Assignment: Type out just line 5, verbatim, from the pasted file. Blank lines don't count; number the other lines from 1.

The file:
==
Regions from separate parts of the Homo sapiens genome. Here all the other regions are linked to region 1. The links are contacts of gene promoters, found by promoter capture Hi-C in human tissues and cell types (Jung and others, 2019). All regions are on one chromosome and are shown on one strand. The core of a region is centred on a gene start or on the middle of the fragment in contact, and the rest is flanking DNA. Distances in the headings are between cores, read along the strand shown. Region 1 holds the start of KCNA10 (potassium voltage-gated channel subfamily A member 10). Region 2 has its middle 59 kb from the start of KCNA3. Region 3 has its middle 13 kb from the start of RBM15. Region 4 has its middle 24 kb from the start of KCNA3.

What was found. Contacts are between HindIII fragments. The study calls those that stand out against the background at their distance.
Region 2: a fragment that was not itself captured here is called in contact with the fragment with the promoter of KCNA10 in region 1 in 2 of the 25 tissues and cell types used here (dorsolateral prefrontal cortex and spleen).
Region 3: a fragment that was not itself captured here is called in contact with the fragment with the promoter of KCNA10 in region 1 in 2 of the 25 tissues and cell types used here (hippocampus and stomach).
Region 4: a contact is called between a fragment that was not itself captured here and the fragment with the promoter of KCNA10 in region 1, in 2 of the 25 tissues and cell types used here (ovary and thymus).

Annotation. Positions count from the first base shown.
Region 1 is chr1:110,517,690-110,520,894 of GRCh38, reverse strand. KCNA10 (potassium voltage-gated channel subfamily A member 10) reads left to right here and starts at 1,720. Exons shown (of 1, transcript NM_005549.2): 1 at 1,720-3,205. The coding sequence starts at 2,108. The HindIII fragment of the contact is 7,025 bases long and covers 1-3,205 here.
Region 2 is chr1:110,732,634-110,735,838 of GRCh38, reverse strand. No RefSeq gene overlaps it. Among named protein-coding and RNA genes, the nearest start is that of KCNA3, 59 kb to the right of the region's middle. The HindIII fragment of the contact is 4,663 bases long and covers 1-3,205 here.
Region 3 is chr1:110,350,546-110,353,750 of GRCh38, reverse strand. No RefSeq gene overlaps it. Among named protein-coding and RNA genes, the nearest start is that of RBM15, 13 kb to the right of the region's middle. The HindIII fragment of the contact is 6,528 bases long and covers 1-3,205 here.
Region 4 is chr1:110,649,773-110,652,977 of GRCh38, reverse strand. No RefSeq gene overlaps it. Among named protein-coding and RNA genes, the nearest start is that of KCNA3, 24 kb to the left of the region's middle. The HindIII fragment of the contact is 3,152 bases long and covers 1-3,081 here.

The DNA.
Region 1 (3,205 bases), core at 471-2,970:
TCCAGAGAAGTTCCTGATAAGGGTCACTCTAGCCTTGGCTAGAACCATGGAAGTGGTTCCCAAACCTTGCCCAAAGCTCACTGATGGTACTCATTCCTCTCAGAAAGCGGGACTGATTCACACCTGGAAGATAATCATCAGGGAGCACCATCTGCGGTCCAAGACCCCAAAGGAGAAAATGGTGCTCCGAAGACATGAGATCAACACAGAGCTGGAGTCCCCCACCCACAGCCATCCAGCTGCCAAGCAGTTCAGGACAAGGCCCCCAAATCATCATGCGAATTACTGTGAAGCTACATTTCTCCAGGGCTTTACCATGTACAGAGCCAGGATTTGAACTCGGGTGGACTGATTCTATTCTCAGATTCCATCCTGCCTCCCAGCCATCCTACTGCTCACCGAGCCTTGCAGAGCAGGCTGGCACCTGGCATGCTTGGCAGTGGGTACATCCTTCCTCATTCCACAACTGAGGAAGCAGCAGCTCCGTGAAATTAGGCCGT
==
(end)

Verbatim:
Region 4: a contact is called between a fragment that was not itself captured here and the fragment with the promoter of KCNA10 in region 1, in 2 of the 25 tissues and cell types used here (ovary and thymus).